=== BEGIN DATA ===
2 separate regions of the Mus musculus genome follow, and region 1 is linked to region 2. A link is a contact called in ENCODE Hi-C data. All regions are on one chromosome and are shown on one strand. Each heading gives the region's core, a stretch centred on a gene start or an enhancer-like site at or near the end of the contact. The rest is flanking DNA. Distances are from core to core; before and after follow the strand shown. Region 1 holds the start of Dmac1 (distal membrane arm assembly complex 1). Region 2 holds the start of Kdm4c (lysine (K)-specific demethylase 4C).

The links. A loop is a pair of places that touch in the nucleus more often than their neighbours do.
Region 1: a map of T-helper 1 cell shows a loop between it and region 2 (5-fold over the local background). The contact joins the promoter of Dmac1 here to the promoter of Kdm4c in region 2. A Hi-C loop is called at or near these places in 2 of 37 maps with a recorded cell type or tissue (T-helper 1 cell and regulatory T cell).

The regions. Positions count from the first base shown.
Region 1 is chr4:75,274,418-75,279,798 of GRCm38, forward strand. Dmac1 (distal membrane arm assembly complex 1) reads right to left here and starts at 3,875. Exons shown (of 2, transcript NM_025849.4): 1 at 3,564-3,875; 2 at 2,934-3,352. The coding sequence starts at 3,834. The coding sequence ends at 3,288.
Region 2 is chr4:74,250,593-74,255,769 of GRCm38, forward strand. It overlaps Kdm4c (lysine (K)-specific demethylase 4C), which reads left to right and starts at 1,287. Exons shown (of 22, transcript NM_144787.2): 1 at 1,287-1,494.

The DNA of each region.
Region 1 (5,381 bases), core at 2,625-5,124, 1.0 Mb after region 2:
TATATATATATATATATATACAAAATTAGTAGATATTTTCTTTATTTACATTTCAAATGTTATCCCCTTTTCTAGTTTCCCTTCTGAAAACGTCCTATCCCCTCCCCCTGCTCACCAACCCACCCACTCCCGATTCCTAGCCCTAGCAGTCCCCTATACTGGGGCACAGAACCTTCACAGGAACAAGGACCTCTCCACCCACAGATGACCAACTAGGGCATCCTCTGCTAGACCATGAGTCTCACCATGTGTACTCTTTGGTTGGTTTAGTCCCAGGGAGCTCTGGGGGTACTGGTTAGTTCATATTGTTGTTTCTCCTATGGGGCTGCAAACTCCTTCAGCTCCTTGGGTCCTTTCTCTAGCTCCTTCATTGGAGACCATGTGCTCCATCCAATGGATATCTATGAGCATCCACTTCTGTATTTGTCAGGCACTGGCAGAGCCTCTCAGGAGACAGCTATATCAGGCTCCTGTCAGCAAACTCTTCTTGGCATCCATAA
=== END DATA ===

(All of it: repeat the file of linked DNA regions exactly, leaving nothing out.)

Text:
2 separate regions of the Mus musculus genome follow, and region 1 is linked to region 2. A link is a contact called in ENCODE Hi-C data. All regions are on one chromosome and are shown on one strand. Each heading gives the region's core, a stretch centred on a gene start or an enhancer-like site at or near the end of the contact. The rest is flanking DNA. Distances are from core to core; before and after follow the strand shown. Region 1 holds the start of Dmac1 (distal membrane arm assembly complex 1). Region 2 holds the start of Kdm4c (lysine (K)-specific demethylase 4C).

The links. A loop is a pair of places that touch in the nucleus more often than their neighbours do.
Region 1: a map of T-helper 1 cell shows a loop between it and region 2 (5-fold over the local background). The contact joins the promoter of Dmac1 here to the promoter of Kdm4c in region 2. A Hi-C loop is called at or near these places in 2 of 37 maps with a recorded cell type or tissue (T-helper 1 cell and regulatory T cell).

The regions. Positions count from the first base shown.
Region 1 is chr4:75,274,418-75,279,798 of GRCm38, forward strand. Dmac1 (distal membrane arm assembly complex 1) reads right to left here and starts at 3,875. Exons shown (of 2, transcript NM_025849.4): 1 at 3,564-3,875; 2 at 2,934-3,352. The coding sequence starts at 3,834. The coding sequence ends at 3,288.
Region 2 is chr4:74,250,593-74,255,769 of GRCm38, forward strand. It overlaps Kdm4c (lysine (K)-specific demethylase 4C), which reads left to right and starts at 1,287. Exons shown (of 22, transcript NM_144787.2): 1 at 1,287-1,494.

The DNA of each region.
Region 1 (5,381 bases), core at 2,625-5,124, 1.0 Mb after region 2:
TATATATATATATATATATACAAAATTAGTAGATATTTTCTTTATTTACATTTCAAATGTTATCCCCTTTTCTAGTTTCCCTTCTGAAAACGTCCTATCCCCTCCCCCTGCTCACCAACCCACCCACTCCCGATTCCTAGCCCTAGCAGTCCCCTATACTGGGGCACAGAACCTTCACAGGAACAAGGACCTCTCCACCCACAGATGACCAACTAGGGCATCCTCTGCTAGACCATGAGTCTCACCATGTGTACTCTTTGGTTGGTTTAGTCCCAGGGAGCTCTGGGGGTACTGGTTAGTTCATATTGTTGTTTCTCCTATGGGGCTGCAAACTCCTTCAGCTCCTTGGGTCCTTTCTCTAGCTCCTTCATTGGAGACCATGTGCTCCATCCAATGGATATCTATGAGCATCCACTTCTGTATTTGTCAGGCACTGGCAGAGCCTCTCAGGAGACAGCTATATCAGGCTCCTGTCAGCAAACTCTTCTTGGCATCCATAA